This suggests that in 1995-1996 Saddam took one of his famous gambles—gambles that almost never worked out for him. He chose not to « come clean » and cooperate with the UN for fear that this would make him look weak to both his domestic enemies and his domestic allies, either of whom might then have moved against him. But he would try to greatly diminish the chances that UNSCOM would find more evidence of his continuing noncompliance by reducing his WMD programs to the bare minimum, in hopes that the absence of evidence would lead to the lifting of sanctions—something he desperately sought in 1996.
In other respects Saddam’s fortunes began to rise in 1996. Although the CIA-backed coup attempt may have signified internal weakness, the fact that Saddam snuffed it out, as he had many previous attempts, signified strength. Also, to avenge the Iraqi army’s 1995 defeat at Irbil, Saddam manipulated infighting among the Kurds so as to allow his Republican Guards to drive into the city, smash the Kurd defenders, and arrest several hundred CIA-backed rebels. As the historian Amatzia Baram has persuasively argued in his book Building Toward Crisis (1998), these successes made Saddam feel secure enough to swallow his pride and accept UN Resolution 986, the oil-for-food program, which he had previously rejected as an infringement on Iraqi sovereignty. Oil-for-food turned out to be an enormous boon for the Iraqi economy, and commodity prices fell quickly, stabilizing the dinar.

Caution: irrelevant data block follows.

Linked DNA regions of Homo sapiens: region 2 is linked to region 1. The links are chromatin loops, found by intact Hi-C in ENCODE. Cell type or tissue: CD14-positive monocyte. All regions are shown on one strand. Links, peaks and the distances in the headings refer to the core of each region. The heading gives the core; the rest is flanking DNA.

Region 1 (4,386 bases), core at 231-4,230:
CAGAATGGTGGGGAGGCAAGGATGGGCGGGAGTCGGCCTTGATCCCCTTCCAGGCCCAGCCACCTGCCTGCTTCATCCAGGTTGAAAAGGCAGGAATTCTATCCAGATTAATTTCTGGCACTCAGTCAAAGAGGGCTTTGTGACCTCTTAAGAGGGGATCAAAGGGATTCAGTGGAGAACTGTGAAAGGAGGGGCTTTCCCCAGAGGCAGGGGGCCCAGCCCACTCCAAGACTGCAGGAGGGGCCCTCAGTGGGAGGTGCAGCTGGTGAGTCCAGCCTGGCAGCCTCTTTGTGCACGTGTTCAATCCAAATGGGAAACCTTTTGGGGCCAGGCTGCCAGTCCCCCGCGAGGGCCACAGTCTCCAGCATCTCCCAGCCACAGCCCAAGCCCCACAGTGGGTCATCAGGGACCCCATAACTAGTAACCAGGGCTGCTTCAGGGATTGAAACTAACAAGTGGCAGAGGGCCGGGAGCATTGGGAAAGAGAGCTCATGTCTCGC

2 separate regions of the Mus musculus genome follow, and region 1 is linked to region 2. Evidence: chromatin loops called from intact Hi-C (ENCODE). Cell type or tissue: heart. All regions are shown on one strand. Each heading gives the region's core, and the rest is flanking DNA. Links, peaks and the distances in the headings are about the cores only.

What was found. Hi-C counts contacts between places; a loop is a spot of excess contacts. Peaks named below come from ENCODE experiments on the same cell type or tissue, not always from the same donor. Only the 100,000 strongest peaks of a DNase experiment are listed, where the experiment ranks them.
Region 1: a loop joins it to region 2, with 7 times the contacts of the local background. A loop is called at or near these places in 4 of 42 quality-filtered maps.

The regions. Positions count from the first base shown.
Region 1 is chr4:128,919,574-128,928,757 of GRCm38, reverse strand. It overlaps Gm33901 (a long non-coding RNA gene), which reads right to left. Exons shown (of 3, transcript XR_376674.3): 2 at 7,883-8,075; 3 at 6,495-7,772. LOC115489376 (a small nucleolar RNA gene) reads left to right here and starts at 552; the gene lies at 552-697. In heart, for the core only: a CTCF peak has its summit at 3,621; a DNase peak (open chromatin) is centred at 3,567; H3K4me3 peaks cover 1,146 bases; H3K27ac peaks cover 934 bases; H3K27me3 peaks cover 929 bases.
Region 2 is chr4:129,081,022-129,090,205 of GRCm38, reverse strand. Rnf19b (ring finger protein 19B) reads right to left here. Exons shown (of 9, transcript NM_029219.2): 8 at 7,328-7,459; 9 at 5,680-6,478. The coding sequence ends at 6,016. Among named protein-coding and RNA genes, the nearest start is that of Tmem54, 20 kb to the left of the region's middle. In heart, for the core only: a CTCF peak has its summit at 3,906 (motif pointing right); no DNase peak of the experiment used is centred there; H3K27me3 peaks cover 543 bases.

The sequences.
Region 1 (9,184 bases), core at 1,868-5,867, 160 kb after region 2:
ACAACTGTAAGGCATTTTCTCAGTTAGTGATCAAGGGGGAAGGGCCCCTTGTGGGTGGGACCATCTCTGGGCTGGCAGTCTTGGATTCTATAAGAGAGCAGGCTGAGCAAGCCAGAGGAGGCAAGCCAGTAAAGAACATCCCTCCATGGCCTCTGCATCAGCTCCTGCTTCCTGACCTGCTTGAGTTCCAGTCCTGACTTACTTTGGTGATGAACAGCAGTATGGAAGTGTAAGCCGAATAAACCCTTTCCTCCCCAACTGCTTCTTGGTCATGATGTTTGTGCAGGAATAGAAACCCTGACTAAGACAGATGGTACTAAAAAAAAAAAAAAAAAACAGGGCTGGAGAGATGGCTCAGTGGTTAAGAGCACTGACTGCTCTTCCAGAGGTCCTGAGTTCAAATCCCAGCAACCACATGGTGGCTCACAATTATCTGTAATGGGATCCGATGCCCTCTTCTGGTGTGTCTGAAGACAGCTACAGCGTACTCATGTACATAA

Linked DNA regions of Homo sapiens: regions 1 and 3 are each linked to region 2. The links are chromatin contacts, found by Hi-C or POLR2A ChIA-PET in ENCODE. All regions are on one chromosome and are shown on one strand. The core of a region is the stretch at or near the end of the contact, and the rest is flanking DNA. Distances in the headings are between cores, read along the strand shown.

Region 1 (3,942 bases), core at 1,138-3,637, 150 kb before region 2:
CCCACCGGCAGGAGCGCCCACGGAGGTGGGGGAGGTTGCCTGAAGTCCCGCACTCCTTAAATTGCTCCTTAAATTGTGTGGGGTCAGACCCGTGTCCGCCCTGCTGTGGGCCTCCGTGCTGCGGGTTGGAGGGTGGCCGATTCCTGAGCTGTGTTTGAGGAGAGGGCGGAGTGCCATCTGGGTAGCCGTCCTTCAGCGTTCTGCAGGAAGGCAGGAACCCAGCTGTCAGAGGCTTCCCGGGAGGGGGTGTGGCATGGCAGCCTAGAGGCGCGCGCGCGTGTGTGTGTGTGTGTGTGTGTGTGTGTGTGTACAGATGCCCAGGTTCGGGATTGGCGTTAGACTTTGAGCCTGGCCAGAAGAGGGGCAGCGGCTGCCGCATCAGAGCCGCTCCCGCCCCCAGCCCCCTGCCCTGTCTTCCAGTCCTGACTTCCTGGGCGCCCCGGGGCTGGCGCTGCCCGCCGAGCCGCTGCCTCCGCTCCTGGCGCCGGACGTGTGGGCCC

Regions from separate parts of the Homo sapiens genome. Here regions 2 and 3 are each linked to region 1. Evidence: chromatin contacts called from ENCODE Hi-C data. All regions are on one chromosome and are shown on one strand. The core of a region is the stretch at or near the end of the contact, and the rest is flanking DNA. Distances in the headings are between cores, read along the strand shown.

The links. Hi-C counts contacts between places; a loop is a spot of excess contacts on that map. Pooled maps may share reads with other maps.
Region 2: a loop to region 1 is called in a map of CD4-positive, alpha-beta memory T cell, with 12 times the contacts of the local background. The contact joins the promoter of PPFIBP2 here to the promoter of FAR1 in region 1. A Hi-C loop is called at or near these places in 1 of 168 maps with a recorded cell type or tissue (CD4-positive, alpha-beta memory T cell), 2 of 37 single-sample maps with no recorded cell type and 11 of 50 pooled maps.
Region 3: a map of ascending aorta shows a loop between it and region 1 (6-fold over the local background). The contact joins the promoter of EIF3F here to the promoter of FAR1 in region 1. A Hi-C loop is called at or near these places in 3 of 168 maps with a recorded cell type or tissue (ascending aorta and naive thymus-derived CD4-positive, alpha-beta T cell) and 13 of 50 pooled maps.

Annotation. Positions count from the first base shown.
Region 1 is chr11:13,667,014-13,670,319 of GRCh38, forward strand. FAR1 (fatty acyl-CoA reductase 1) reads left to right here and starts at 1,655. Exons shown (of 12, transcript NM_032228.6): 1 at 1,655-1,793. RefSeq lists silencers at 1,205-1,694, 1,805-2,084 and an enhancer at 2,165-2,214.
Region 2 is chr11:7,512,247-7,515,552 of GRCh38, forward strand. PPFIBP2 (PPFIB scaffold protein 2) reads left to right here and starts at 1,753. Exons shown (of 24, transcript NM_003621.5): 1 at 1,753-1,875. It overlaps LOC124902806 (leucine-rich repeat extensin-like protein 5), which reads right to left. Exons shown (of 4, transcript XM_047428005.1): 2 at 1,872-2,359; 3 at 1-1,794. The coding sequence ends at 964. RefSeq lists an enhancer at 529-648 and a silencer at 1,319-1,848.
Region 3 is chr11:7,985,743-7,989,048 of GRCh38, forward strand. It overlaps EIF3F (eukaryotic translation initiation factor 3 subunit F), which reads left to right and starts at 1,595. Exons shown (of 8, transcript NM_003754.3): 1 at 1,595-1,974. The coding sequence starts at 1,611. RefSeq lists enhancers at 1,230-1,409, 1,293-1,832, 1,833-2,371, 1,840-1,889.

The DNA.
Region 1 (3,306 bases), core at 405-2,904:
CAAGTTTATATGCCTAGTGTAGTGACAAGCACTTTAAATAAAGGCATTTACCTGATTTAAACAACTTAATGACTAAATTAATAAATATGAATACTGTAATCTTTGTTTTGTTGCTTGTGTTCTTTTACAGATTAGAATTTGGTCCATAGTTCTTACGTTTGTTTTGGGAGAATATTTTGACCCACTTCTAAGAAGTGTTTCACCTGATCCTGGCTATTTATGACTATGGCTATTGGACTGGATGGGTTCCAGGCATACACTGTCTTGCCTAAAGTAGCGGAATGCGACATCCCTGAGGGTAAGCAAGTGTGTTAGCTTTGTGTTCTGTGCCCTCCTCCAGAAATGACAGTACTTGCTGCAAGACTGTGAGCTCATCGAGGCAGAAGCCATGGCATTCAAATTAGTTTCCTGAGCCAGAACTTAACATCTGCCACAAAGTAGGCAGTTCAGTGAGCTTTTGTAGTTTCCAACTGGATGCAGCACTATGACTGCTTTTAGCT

The oil-for-food program itself gave Saddam clout to apply toward the lifting of the sanctions. Under Resolution 986 Iraq could choose to whom it would sell its oil and from whom it would buy its food and medicine. Baghdad could therefore reward cooperative states with contracts. Not surprisingly, France and Russia regularly topped the list of Iraq’s oil-for-food partners. In addition, Iraq could set the prices—and since Saddam did not really care whether he was importing enough food and medicine for his people’s needs, he could sell oil on the cheap and buy food and medicine at inflated prices as additional payoff to friendly governments. He made it clear that he wanted his trading partners to ignore Iraqi smuggling and try to get the sanctions lifted.